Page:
JEDDAH – Fossil fuels are likely to remain a major part of the global energy mix for decades. Without a way of reducing the impact of burning fossil fuels on our climate there is no credible scenario under which the international community can reduce emissions of greenhouse gases sufficiently to limit global average temperature rise to 2 degrees Celsius, the agreed goal under the UN negotiations.
And yet, so far, progress to demonstrate and deploy carbon capture and storage (CCS) technology at scale has been painfully inadequate.
CCS technology is not yet mature and is expensive. In the long-term CCS will be viable if it is cheaper to capture and store the CO2 emissions than to release them into the atmosphere. This means there must be a sufficient cost imposed on installations that emit carbon. Estimates suggest that, once CCS technology is mature, a carbon price - the cost of emitting carbon into the atmosphere - of between $44 and $103 will be sufficient to make CCS viable. Although the current price of carbon in the EU (the world’s major carbon market) is around €9 ($12), a tightening of the cap on emissions from 2013 means that a sufficient carbon price in the EU is a distinct possibility.
Against this backdrop, plans are underway for Qatar to host this year’s UN climate change conference in December.
If one takes into account recent laws and proposals to set up carbon markets in Australia, China, Mexico, South Korea and California in the US, it is not too much of a leap to imagine a price of carbon high enough to make CCS viable across a range of countries. The problem is not that CCS isn’t viable in the long-term; the problem is that, in the short- to medium-term, it is going to require big capital investments to build the commercial scale demonstration projects that will help to bring down the costs to a long-term equilibrium. Until now, with a lack of regulatory certainty about the future price of carbon and the fiscal challenges to governments and businesses in the economic downturn, investments have not been forthcoming on the scale required.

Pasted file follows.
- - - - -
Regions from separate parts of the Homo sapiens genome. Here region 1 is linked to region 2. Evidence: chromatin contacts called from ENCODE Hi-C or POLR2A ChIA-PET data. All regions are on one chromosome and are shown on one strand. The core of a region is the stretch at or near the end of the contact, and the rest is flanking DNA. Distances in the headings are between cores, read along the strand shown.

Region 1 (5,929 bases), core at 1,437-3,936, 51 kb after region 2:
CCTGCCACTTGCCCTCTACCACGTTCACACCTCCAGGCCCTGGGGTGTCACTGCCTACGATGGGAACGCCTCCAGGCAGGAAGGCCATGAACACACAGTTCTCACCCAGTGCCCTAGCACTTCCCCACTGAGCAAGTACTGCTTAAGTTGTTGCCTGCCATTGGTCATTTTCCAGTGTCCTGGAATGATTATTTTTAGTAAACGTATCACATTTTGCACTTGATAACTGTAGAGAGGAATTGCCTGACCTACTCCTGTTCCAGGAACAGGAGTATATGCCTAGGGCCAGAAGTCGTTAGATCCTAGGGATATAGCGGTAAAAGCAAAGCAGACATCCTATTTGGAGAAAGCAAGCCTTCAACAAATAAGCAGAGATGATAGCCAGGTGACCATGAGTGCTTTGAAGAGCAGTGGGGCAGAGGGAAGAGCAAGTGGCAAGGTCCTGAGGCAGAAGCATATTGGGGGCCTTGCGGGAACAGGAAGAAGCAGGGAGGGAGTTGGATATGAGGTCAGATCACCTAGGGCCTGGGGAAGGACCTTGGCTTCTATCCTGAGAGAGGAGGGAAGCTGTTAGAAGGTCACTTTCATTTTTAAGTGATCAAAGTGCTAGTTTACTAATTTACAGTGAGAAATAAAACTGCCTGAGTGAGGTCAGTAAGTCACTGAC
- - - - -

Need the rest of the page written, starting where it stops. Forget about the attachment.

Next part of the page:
First, on the fossil fuel supply side, Qatar and the other Gulf states have a motive. CCS is a great technology for countries that sell fossil fuels. It allows the burning of these fuels in a way that does not damage the climate, thus potentially prolonging the life of the markets for fossil fuels, even in a highly carbon constrained post-2020 world.
Second, on the demand side, China’s production of a fossil-fuelled power station a week offers the opportunity to bring down costs fast. And with coal and oil-dependent China likely to take on some form of emissions reduction target under a post-2020 climate change deal, it is now in China’s strategic interest to commercialize this technology quickly.
Finally, the regulatory outlook is more certain. Before the most recent round of UN negotiations in South Africa in December, many commentators thought that the legally binding nature of the UN process would dissipate when the Kyoto Protocol’s first commitment period expired in 2012. Durban changed that. – SG